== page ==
A change of the situation will only be achieved if consumers are aware of the social inequity and put pressure on the companies involved.

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Made in Bangladesh (1 of 23)
Dhaka, Bangladesh
By Michael Biach
10 Apr 2012

An under aged boy working for a sub-supplier in Dhaka's garment industry.

Bangladesh’s garment industry is responsible for nearly 80% of the country’s exports – mainly to Europe and the United States – and therefore the single greatest source of economic growth.

An estimated number of two to three million people are employed in more than 4,000 factories all over the country, not including the thousands of sub-suppliers. About 80% of the working force are women. Although violating national law sub-suppliers often still employ children under the age of 14.

Workers are reliant on the engagement to support their families. Jobs are highly underpaid – most factories pay the maximum of 1,500-2,000 Taka (about 15 – 20 Euros) per month. Labor time is up to 12 hours a day, 6 days a week.

Several clothing buyers asked the Bangladeshi government to raise the minimum wages but factory owners argue that they will not be competitive against Vietnam, China and other big producers if they raise wages and therefore would have to close their factories and discharge all their employees.

As people are reliant on their jobs they are still willing to work even if underpaid. Continuous riots by textile workers break out – leading to short-term shutdowns and often to injuries and fatalities among workers. It is unlikely that either the international clothing companies nor the local Bangladeshi factory owners will bear the costs of raised wages.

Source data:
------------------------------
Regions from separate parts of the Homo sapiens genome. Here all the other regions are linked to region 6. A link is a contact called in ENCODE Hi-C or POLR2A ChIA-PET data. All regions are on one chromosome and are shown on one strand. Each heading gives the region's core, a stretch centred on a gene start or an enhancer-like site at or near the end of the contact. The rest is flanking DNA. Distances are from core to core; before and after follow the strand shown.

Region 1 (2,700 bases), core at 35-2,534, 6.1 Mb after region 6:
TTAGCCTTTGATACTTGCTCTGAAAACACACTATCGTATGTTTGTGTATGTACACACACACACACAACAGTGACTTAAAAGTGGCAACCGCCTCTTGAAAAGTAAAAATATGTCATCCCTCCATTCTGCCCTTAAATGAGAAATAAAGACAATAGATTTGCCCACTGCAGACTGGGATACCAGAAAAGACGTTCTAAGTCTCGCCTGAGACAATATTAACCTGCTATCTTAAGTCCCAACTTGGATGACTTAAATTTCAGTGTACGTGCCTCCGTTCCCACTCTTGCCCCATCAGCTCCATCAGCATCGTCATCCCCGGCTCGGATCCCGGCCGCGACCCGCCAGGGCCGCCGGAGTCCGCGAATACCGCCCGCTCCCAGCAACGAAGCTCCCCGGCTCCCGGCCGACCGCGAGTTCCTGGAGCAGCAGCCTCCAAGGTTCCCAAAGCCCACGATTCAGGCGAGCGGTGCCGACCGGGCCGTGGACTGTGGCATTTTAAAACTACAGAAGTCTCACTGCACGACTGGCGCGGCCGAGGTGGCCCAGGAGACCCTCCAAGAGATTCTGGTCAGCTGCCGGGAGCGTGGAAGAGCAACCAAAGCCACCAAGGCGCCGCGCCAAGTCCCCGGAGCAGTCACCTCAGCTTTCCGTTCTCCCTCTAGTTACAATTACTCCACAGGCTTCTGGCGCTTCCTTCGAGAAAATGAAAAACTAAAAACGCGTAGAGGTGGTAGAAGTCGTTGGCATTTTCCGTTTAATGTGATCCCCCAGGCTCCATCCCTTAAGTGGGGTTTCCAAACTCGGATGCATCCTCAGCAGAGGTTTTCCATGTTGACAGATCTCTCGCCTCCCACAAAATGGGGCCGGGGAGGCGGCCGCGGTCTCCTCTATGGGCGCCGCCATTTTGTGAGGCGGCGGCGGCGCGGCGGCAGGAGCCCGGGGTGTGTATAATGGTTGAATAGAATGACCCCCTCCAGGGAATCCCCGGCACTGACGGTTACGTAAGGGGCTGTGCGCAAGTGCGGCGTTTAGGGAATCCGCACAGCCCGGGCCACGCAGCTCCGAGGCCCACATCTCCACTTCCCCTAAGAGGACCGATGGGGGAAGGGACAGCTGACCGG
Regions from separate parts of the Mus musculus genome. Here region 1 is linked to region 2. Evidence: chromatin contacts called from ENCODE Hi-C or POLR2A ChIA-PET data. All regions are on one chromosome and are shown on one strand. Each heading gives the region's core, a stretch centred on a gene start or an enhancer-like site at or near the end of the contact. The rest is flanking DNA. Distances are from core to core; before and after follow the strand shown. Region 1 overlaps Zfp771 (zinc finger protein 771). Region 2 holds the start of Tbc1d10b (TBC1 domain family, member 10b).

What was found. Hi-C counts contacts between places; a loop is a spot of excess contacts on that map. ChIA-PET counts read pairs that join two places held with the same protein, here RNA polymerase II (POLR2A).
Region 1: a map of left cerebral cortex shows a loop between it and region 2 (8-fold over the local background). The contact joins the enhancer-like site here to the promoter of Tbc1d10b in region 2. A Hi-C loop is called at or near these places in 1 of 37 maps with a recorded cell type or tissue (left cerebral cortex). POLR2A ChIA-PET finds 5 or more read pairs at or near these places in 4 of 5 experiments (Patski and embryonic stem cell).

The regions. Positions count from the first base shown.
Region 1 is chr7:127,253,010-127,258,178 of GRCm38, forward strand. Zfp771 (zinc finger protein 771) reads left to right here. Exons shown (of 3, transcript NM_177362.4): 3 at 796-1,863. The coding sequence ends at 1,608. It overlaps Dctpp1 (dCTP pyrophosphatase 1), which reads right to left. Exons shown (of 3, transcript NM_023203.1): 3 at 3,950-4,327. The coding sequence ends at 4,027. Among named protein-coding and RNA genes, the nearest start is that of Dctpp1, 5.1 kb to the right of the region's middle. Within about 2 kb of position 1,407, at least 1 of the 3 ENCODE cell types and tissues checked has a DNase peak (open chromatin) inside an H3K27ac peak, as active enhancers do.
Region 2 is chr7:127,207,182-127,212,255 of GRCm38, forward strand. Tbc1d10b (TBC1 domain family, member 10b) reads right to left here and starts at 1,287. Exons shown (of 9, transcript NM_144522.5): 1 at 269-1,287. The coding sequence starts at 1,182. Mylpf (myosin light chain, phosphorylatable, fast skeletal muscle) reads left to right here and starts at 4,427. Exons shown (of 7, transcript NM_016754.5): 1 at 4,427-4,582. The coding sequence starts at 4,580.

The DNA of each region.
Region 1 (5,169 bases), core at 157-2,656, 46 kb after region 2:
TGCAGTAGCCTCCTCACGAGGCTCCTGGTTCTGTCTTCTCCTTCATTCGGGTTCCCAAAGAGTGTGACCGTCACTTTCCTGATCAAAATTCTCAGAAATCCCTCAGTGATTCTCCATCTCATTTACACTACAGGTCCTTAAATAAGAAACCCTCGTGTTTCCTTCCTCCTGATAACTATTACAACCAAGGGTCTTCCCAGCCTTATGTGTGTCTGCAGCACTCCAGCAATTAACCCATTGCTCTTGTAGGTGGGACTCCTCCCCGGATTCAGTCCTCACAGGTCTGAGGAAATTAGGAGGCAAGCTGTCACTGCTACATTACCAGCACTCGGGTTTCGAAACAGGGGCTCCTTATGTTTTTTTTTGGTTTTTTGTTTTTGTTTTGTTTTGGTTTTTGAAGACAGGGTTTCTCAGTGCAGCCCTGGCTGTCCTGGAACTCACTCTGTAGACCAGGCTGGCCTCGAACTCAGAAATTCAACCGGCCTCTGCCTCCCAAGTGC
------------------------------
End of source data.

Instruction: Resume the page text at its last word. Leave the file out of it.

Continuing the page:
A change of the situation will only be achieved if consumers are aware of the social inequity and put pressure on the involved companies.

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Origin Rwanda (5 of 30)
Rwanda
By jonathankalan
07 Jun 2011

A dry-mill outside Huye, southern Rwanda, where coffee parchment is dried and processed into green beans for international export.

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Origin Rwanda (6 of 30)
Rwanda
By jonathankalan
07 Jun 2011

Coffee parchment being sorted at Nyamubera Washing Station, western Rwanda. Sorting is mostly done by women, as seasonal day labor, for around 800 RWF/day ($1.25)

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Origin Rwanda (7 of 30)
Rwanda
By jonathankalan
07 Jun 2011

Coffee cherries waiting to be weighed at Nyarusiza Coffee Washing Station in southern Rwanda.